The US Treasury does not track efforts or prioritize them according to goals established by the sector for enhancing cybersecurity and resiliency, according to a report from the Government Accountability Office (GAO). Treasury also has not fully implemented GAO’s previous recommendation to establish metrics related to the value and results of the sector’s risk mitigation efforts. Further, the 2016 sector-specific plan, which is intended to direct sector activities, does not identify ways to measure sector progress and is out of date.
Unless Treasury undertakes more widespread and detailed tracking and prioritization of efforts, based on explicit metrics that measure progress against the sector’s goals and requirements, the sector will remain unable to determine whether its efforts are effective at reducing cyber risk. This, in turn, could leave the sector insufficiently prepared to deal with primary sector risks, such as insider threats and unauthorized access to sector data by third parties.
Treasury, as the designated lead agency for the financial sector, plays a key role in supporting many of the efforts to enhance the sector’s cybersecurity and resiliency. For example, Treasury’s Assistant Secretary for Financial Institutions serves as the chair of the committee of government agencies with sector responsibilities, and Treasury coordinates federal agency efforts to improve the sector’s cybersecurity and related communications.
Among other things, the sector-specific plan lacks information on sector-related requirements laid out in the 2019 National Cyber Strategy Implementation Plan. Unless more widespread and detailed tracking and prioritization of efforts occurs according to the goals laid out in the sector-specific plan, the sector could be insufficiently prepared to deal with cyber-related risks, such as those caused by increased access to data by third parties.
According to statistics from the FRB, US financial institutions held over $108 trillion in assets as of Q4 2019. Some of the largest categories of financial institutions, in terms of assets held, are U.S.-chartered depository institutions ($16.33 trillion), insurance companies ($11.28 trillion), mutual funds ($17.66 trillion), government sponsored enterprises ($7.11 trillion), and pension funds ($24.36 trillion). The remaining assets are distributed among finance and mortgage companies, securities brokers and dealers, and other financial institutions.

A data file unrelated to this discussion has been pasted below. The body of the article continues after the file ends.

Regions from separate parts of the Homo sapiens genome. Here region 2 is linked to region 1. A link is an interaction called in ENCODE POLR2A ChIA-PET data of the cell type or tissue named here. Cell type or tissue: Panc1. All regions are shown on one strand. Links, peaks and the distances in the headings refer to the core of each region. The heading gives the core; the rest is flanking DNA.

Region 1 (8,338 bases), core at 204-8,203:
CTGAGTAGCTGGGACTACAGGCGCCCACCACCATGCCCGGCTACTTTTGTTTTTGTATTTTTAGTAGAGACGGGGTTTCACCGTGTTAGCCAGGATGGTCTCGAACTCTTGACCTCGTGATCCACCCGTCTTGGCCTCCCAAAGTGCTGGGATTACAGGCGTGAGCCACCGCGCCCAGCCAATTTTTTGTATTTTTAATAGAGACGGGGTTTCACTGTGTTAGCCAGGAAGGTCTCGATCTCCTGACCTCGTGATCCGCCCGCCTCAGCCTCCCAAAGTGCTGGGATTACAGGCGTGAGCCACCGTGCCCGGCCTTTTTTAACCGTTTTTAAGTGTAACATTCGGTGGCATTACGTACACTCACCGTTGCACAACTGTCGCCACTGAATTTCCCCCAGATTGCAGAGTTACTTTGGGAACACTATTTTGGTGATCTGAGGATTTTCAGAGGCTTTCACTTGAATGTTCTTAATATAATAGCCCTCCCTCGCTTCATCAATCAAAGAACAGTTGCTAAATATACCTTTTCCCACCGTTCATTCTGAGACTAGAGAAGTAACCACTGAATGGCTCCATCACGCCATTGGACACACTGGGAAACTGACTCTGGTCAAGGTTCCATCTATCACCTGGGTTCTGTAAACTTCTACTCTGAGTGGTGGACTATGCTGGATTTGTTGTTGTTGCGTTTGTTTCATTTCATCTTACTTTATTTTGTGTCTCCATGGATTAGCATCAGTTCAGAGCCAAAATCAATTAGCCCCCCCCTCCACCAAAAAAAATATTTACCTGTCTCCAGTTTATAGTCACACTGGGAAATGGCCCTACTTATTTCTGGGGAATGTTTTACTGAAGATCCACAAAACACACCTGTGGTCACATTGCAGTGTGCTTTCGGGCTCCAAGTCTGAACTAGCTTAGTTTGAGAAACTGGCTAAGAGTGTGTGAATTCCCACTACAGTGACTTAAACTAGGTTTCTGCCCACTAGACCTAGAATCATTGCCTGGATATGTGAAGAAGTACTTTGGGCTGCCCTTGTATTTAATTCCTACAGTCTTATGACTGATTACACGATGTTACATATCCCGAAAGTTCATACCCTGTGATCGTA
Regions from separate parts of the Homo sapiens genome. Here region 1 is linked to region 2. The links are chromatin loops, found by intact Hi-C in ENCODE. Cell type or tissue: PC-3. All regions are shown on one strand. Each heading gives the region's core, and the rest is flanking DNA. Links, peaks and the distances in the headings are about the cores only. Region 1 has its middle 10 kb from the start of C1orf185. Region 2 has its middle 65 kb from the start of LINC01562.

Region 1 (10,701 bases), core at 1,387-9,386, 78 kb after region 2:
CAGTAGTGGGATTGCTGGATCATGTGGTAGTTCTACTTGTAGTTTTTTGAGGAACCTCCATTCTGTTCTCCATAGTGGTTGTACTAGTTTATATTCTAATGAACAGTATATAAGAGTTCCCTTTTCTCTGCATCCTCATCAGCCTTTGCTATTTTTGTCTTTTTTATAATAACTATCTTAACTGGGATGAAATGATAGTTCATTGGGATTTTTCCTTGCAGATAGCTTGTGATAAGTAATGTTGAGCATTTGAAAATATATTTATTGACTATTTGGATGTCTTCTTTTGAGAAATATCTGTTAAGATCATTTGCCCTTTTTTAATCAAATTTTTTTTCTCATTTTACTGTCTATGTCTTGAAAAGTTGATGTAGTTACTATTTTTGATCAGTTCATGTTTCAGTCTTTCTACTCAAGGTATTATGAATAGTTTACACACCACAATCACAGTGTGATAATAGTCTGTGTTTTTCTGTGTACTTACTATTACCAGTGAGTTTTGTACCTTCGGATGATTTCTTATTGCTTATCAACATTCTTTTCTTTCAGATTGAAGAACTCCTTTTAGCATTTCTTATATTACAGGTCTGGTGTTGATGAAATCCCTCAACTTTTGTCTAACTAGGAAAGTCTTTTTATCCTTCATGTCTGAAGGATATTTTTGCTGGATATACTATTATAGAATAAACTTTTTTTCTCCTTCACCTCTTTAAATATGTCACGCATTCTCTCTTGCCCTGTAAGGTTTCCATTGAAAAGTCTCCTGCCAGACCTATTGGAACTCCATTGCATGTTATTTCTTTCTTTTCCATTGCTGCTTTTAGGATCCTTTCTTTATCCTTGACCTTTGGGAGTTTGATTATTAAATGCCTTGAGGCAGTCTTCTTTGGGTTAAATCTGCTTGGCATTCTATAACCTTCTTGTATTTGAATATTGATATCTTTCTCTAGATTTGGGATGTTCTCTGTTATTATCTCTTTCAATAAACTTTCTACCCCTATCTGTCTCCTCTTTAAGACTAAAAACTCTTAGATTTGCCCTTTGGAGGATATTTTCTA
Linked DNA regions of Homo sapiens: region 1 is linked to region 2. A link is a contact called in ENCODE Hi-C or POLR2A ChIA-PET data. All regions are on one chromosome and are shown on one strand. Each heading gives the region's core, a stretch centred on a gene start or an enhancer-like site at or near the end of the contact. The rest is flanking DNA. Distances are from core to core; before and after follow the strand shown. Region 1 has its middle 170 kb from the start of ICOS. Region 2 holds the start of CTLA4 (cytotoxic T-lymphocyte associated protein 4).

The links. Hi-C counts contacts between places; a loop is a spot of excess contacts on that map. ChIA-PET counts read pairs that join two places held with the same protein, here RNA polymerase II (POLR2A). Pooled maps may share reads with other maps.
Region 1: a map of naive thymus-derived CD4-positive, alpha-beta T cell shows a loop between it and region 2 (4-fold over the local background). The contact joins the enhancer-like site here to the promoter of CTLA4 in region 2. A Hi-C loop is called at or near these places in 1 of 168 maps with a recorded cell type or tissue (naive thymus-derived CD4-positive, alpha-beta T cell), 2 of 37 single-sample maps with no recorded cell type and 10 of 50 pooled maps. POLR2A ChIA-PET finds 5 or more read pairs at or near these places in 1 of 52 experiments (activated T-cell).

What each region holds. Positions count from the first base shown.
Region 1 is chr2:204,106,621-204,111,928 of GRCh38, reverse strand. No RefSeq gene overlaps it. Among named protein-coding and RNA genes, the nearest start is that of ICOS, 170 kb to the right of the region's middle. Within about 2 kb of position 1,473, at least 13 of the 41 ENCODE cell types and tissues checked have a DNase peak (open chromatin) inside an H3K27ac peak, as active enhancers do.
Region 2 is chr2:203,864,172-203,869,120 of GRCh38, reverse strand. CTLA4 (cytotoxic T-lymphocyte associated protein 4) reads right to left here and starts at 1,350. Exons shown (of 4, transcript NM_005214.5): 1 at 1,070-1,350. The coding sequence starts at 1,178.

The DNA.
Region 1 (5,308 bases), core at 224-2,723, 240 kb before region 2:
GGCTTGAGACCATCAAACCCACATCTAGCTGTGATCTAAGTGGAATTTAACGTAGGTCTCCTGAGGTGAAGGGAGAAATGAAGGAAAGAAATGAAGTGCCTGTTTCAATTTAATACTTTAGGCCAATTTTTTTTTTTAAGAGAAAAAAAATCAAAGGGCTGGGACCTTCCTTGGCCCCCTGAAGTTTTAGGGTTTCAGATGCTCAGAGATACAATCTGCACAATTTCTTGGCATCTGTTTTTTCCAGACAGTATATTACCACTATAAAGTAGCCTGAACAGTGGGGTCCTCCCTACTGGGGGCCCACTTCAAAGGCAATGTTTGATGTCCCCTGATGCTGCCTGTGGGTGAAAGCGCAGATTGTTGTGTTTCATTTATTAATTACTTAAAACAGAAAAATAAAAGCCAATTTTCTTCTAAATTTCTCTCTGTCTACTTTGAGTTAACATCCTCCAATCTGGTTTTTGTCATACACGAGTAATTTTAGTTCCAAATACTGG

But the composition of the financial services sector extends beyond the categories of financial services to include a network of essential specialized service organizations and service providers that support the sector in its efforts to provide a trusted services environment. For example, the financial services sector has become more dependent on outsourcing certain activities — such as systems and applications, hardware and software, and technically skilled personnel — to third-party providers that are now an indispensable part of the sector’s infrastructure.
Currently, most of the sector’s key services are provided through the use of information and communications technology, increasing further the importance of cybersecurity to the sector. In addition, consumer applications, known as “fintech,” enable increased use of financial systems and data beyond the traditional boundaries of the sector. For example, digital wealth management platforms use algorithms based on consumers’ data and risk preferences to provide digital services, including investment and financial advice, directly to consumers.
Further, mobile payment applications allow consumers to use their smartphones or other mobile devices to make purchases and transfer money instead of relying on the physical use of cash, checks, or credit and debit cards. Due in part to the introduction of these new technologies, the financial services sector has even stronger need for information technology capabilities and support from supply chain partners and third-party service providers.